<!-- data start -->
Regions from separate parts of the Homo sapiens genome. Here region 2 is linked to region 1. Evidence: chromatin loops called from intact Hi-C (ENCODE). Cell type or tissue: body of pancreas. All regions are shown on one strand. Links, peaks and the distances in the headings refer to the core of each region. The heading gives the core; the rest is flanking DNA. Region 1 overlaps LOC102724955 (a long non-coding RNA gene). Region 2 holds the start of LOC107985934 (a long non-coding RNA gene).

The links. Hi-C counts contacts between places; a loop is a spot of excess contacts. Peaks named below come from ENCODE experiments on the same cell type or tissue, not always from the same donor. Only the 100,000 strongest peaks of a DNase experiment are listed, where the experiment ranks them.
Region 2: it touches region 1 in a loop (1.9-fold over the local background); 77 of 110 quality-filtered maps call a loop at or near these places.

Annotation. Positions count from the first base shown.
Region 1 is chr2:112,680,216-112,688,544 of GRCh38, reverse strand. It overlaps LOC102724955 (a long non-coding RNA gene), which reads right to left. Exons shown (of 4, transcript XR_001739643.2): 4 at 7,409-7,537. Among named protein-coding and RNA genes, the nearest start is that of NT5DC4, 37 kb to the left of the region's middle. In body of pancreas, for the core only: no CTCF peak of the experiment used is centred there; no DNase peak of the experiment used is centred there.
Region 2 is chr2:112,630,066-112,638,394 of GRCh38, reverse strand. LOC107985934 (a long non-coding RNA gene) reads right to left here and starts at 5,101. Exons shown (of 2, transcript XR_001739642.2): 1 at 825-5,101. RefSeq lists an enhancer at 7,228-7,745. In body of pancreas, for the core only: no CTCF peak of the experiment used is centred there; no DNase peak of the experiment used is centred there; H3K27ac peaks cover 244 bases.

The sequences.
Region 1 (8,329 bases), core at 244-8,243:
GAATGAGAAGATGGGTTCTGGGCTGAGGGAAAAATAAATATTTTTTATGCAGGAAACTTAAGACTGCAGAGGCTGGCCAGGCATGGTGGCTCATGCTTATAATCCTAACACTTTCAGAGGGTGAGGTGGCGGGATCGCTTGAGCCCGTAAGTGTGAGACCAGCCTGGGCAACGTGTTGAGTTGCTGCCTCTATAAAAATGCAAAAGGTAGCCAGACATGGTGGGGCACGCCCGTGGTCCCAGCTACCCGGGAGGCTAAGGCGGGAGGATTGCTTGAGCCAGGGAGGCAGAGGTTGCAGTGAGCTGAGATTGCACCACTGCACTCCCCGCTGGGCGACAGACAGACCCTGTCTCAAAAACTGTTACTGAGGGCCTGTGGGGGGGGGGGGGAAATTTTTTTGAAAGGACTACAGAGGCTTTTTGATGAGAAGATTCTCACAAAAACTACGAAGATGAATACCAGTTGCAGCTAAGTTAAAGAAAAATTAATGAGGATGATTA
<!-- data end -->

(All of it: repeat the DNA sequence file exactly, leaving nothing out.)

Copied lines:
Regions from separate parts of the Homo sapiens genome. Here region 2 is linked to region 1. Evidence: chromatin loops called from intact Hi-C (ENCODE). Cell type or tissue: body of pancreas. All regions are shown on one strand. Links, peaks and the distances in the headings refer to the core of each region. The heading gives the core; the rest is flanking DNA. Region 1 overlaps LOC102724955 (a long non-coding RNA gene). Region 2 holds the start of LOC107985934 (a long non-coding RNA gene).

The links. Hi-C counts contacts between places; a loop is a spot of excess contacts. Peaks named below come from ENCODE experiments on the same cell type or tissue, not always from the same donor. Only the 100,000 strongest peaks of a DNase experiment are listed, where the experiment ranks them.
Region 2: it touches region 1 in a loop (1.9-fold over the local background); 77 of 110 quality-filtered maps call a loop at or near these places.

Annotation. Positions count from the first base shown.
Region 1 is chr2:112,680,216-112,688,544 of GRCh38, reverse strand. It overlaps LOC102724955 (a long non-coding RNA gene), which reads right to left. Exons shown (of 4, transcript XR_001739643.2): 4 at 7,409-7,537. Among named protein-coding and RNA genes, the nearest start is that of NT5DC4, 37 kb to the left of the region's middle. In body of pancreas, for the core only: no CTCF peak of the experiment used is centred there; no DNase peak of the experiment used is centred there.
Region 2 is chr2:112,630,066-112,638,394 of GRCh38, reverse strand. LOC107985934 (a long non-coding RNA gene) reads right to left here and starts at 5,101. Exons shown (of 2, transcript XR_001739642.2): 1 at 825-5,101. RefSeq lists an enhancer at 7,228-7,745. In body of pancreas, for the core only: no CTCF peak of the experiment used is centred there; no DNase peak of the experiment used is centred there; H3K27ac peaks cover 244 bases.

The sequences.
Region 1 (8,329 bases), core at 244-8,243:
GAATGAGAAGATGGGTTCTGGGCTGAGGGAAAAATAAATATTTTTTATGCAGGAAACTTAAGACTGCAGAGGCTGGCCAGGCATGGTGGCTCATGCTTATAATCCTAACACTTTCAGAGGGTGAGGTGGCGGGATCGCTTGAGCCCGTAAGTGTGAGACCAGCCTGGGCAACGTGTTGAGTTGCTGCCTCTATAAAAATGCAAAAGGTAGCCAGACATGGTGGGGCACGCCCGTGGTCCCAGCTACCCGGGAGGCTAAGGCGGGAGGATTGCTTGAGCCAGGGAGGCAGAGGTTGCAGTGAGCTGAGATTGCACCACTGCACTCCCCGCTGGGCGACAGACAGACCCTGTCTCAAAAACTGTTACTGAGGGCCTGTGGGGGGGGGGGGGAAATTTTTTTGAAAGGACTACAGAGGCTTTTTGATGAGAAGATTCTCACAAAAACTACGAAGATGAATACCAGTTGCAGCTAAGTTAAAGAAAAATTAATGAGGATGATTA